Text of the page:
Proctor & Gamble, the world's biggest advertiser, explicitly prohibited programmes "which could in any way further the concept of business as cold, ruthless, and lacking all sentiment or spiritual motivation".
In a rare, dissenting article, Richard Ingrams of the Observer indicated the hidden connection between media silence on mobile phone health risks and profits:
"When the newspapers are obviously doing so well out of all this advertising, it is not so surprising that they tend not to give much coverage to the growing evidence that mobile phones are not only anti-social but extremely dangerous." (Richard Ingrams, the Observer, 19.12.99)
Advertising is only one of a range of powerful constraints on free reporting - media entities are themselves profit-seeking corporations, owned by giant parent companies (arms manufacturers, nuclear power construction companies, and the like), and by wealthy moguls with all kinds of fingers in all kinds of business pies. They are vulnerable to attack by powerful corporate front groups and flak machines, and deeply dependent for breaking news on business-friendly state news sources.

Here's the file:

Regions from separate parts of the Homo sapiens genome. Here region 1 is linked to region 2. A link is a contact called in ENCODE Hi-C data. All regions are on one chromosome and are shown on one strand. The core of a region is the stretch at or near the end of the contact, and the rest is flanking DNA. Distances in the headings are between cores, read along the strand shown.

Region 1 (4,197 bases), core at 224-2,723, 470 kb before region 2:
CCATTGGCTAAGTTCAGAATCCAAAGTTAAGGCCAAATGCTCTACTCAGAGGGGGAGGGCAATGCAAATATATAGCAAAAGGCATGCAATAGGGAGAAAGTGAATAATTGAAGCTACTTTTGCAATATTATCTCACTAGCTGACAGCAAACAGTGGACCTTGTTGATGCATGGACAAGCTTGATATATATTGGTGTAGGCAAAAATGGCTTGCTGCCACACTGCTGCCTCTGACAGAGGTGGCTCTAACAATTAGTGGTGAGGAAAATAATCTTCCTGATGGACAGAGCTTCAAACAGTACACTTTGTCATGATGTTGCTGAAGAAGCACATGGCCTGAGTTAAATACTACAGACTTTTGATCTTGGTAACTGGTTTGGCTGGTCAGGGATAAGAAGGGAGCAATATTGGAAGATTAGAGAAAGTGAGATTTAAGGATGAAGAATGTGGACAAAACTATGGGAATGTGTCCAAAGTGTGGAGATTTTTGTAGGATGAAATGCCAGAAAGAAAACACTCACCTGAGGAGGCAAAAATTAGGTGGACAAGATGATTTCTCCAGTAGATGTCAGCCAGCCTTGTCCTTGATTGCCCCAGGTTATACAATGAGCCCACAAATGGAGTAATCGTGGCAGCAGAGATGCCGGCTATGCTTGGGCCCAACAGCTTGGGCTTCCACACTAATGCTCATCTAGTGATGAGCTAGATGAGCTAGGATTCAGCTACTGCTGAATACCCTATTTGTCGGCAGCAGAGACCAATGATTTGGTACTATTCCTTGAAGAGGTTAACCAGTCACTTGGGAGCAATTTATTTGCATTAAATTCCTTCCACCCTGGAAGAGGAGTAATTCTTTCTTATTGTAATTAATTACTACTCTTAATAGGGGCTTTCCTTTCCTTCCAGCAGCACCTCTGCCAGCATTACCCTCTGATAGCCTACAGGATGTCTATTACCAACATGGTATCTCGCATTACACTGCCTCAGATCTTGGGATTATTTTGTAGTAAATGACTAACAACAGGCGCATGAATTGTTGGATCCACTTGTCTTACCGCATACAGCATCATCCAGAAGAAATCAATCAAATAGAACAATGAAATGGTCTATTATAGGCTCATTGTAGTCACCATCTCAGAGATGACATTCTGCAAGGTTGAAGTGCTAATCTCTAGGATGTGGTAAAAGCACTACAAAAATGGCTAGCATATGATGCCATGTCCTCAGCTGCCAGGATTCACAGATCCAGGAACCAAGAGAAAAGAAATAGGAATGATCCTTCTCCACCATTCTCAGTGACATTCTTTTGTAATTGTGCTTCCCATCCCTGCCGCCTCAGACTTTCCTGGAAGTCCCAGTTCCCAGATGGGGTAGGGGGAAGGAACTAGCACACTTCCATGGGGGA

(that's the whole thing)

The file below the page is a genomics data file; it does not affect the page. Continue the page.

Together, these pressures combine to create the media servility that we see all around us. Corporate criminality +is+ exposed, globalisation +is+ challenged, but in such a piecemeal, disembodied and feeble way that it constitutes a massive distortion of reality; one which prevents the public gaining an awareness of the true scale and destructiveness of corporate power.